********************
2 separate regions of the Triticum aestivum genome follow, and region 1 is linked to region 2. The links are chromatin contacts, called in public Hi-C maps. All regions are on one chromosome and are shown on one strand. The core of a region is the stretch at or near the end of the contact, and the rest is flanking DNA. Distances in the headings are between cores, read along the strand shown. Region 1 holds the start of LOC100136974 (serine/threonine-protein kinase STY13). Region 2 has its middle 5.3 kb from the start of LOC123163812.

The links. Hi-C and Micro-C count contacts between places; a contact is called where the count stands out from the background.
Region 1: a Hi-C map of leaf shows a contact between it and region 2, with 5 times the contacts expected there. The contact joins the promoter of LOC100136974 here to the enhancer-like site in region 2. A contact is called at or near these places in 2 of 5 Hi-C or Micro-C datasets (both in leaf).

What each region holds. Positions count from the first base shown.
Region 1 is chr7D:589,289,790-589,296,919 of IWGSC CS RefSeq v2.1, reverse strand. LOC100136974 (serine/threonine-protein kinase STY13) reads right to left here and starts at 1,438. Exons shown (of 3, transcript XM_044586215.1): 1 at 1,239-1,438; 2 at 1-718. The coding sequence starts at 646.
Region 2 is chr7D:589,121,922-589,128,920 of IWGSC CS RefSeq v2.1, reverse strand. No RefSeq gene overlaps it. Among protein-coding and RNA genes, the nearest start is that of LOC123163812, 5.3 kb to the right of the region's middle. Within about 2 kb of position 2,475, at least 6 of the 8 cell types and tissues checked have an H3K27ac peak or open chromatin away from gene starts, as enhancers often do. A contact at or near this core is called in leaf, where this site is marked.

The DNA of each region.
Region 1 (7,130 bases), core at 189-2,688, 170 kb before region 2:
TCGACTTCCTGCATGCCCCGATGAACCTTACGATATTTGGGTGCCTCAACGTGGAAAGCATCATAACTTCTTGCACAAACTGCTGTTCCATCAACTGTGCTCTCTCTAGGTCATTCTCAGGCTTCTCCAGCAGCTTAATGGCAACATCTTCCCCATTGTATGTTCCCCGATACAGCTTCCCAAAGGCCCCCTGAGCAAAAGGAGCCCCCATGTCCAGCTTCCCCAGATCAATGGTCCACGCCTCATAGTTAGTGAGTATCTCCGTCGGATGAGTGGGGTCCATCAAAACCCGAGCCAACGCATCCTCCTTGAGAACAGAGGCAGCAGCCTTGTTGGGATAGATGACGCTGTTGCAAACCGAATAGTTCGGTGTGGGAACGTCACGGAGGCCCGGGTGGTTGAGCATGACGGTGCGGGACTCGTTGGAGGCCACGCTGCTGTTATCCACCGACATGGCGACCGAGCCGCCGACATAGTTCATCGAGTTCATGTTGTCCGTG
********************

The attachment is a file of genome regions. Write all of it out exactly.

2 separate regions of the Triticum aestivum genome follow, and region 1 is linked to region 2. The links are chromatin contacts, called in public Hi-C maps. All regions are on one chromosome and are shown on one strand. The core of a region is the stretch at or near the end of the contact, and the rest is flanking DNA. Distances in the headings are between cores, read along the strand shown. Region 1 holds the start of LOC100136974 (serine/threonine-protein kinase STY13). Region 2 has its middle 5.3 kb from the start of LOC123163812.

The links. Hi-C and Micro-C count contacts between places; a contact is called where the count stands out from the background.
Region 1: a Hi-C map of leaf shows a contact between it and region 2, with 5 times the contacts expected there. The contact joins the promoter of LOC100136974 here to the enhancer-like site in region 2. A contact is called at or near these places in 2 of 5 Hi-C or Micro-C datasets (both in leaf).

What each region holds. Positions count from the first base shown.
Region 1 is chr7D:589,289,790-589,296,919 of IWGSC CS RefSeq v2.1, reverse strand. LOC100136974 (serine/threonine-protein kinase STY13) reads right to left here and starts at 1,438. Exons shown (of 3, transcript XM_044586215.1): 1 at 1,239-1,438; 2 at 1-718. The coding sequence starts at 646.
Region 2 is chr7D:589,121,922-589,128,920 of IWGSC CS RefSeq v2.1, reverse strand. No RefSeq gene overlaps it. Among protein-coding and RNA genes, the nearest start is that of LOC123163812, 5.3 kb to the right of the region's middle. Within about 2 kb of position 2,475, at least 6 of the 8 cell types and tissues checked have an H3K27ac peak or open chromatin away from gene starts, as enhancers often do. A contact at or near this core is called in leaf, where this site is marked.

The DNA of each region.
Region 1 (7,130 bases), core at 189-2,688, 170 kb before region 2:
TCGACTTCCTGCATGCCCCGATGAACCTTACGATATTTGGGTGCCTCAACGTGGAAAGCATCATAACTTCTTGCACAAACTGCTGTTCCATCAACTGTGCTCTCTCTAGGTCATTCTCAGGCTTCTCCAGCAGCTTAATGGCAACATCTTCCCCATTGTATGTTCCCCGATACAGCTTCCCAAAGGCCCCCTGAGCAAAAGGAGCCCCCATGTCCAGCTTCCCCAGATCAATGGTCCACGCCTCATAGTTAGTGAGTATCTCCGTCGGATGAGTGGGGTCCATCAAAACCCGAGCCAACGCATCCTCCTTGAGAACAGAGGCAGCAGCCTTGTTGGGATAGATGACGCTGTTGCAAACCGAATAGTTCGGTGTGGGAACGTCACGGAGGCCCGGGTGGTTGAGCATGACGGTGCGGGACTCGTTGGAGGCCACGCTGCTGTTATCCACCGACATGGCGACCGAGCCGCCGACATAGTTCATCGAGTTCATGTTGTCCGTG